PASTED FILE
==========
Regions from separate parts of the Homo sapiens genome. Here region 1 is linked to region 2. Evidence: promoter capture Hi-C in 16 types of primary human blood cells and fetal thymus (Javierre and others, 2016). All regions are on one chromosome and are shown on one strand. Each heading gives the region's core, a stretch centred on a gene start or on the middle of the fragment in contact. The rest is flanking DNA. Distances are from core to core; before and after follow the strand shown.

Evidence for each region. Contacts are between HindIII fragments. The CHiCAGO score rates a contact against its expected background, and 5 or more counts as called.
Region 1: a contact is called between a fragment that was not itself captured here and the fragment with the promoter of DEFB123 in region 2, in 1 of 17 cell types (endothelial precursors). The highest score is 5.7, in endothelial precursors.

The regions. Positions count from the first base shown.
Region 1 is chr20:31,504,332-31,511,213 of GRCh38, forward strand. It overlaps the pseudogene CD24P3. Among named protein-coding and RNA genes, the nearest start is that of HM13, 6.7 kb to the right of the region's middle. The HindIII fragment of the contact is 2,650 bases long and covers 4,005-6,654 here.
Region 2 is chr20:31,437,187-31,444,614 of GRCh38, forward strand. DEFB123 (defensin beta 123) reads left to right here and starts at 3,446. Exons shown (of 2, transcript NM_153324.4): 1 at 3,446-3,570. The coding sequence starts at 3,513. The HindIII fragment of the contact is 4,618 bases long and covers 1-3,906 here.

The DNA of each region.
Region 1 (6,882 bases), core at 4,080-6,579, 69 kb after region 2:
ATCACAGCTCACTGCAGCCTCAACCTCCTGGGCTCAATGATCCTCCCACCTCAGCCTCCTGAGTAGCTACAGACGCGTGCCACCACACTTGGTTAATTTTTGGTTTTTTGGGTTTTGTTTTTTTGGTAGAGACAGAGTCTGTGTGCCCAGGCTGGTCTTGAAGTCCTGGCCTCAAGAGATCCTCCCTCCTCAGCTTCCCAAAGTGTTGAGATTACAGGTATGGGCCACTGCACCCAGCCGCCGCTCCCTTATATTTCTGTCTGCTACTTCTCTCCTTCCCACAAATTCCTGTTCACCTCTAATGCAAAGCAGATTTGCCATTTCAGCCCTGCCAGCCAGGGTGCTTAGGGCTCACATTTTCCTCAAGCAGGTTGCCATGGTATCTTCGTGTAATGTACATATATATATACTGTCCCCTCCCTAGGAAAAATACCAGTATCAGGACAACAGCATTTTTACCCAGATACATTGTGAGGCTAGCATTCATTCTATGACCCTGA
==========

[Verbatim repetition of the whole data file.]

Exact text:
Regions from separate parts of the Homo sapiens genome. Here region 1 is linked to region 2. Evidence: promoter capture Hi-C in 16 types of primary human blood cells and fetal thymus (Javierre and others, 2016). All regions are on one chromosome and are shown on one strand. Each heading gives the region's core, a stretch centred on a gene start or on the middle of the fragment in contact. The rest is flanking DNA. Distances are from core to core; before and after follow the strand shown.

Evidence for each region. Contacts are between HindIII fragments. The CHiCAGO score rates a contact against its expected background, and 5 or more counts as called.
Region 1: a contact is called between a fragment that was not itself captured here and the fragment with the promoter of DEFB123 in region 2, in 1 of 17 cell types (endothelial precursors). The highest score is 5.7, in endothelial precursors.

The regions. Positions count from the first base shown.
Region 1 is chr20:31,504,332-31,511,213 of GRCh38, forward strand. It overlaps the pseudogene CD24P3. Among named protein-coding and RNA genes, the nearest start is that of HM13, 6.7 kb to the right of the region's middle. The HindIII fragment of the contact is 2,650 bases long and covers 4,005-6,654 here.
Region 2 is chr20:31,437,187-31,444,614 of GRCh38, forward strand. DEFB123 (defensin beta 123) reads left to right here and starts at 3,446. Exons shown (of 2, transcript NM_153324.4): 1 at 3,446-3,570. The coding sequence starts at 3,513. The HindIII fragment of the contact is 4,618 bases long and covers 1-3,906 here.

The DNA of each region.
Region 1 (6,882 bases), core at 4,080-6,579, 69 kb after region 2:
ATCACAGCTCACTGCAGCCTCAACCTCCTGGGCTCAATGATCCTCCCACCTCAGCCTCCTGAGTAGCTACAGACGCGTGCCACCACACTTGGTTAATTTTTGGTTTTTTGGGTTTTGTTTTTTTGGTAGAGACAGAGTCTGTGTGCCCAGGCTGGTCTTGAAGTCCTGGCCTCAAGAGATCCTCCCTCCTCAGCTTCCCAAAGTGTTGAGATTACAGGTATGGGCCACTGCACCCAGCCGCCGCTCCCTTATATTTCTGTCTGCTACTTCTCTCCTTCCCACAAATTCCTGTTCACCTCTAATGCAAAGCAGATTTGCCATTTCAGCCCTGCCAGCCAGGGTGCTTAGGGCTCACATTTTCCTCAAGCAGGTTGCCATGGTATCTTCGTGTAATGTACATATATATATACTGTCCCCTCCCTAGGAAAAATACCAGTATCAGGACAACAGCATTTTTACCCAGATACATTGTGAGGCTAGCATTCATTCTATGACCCTGA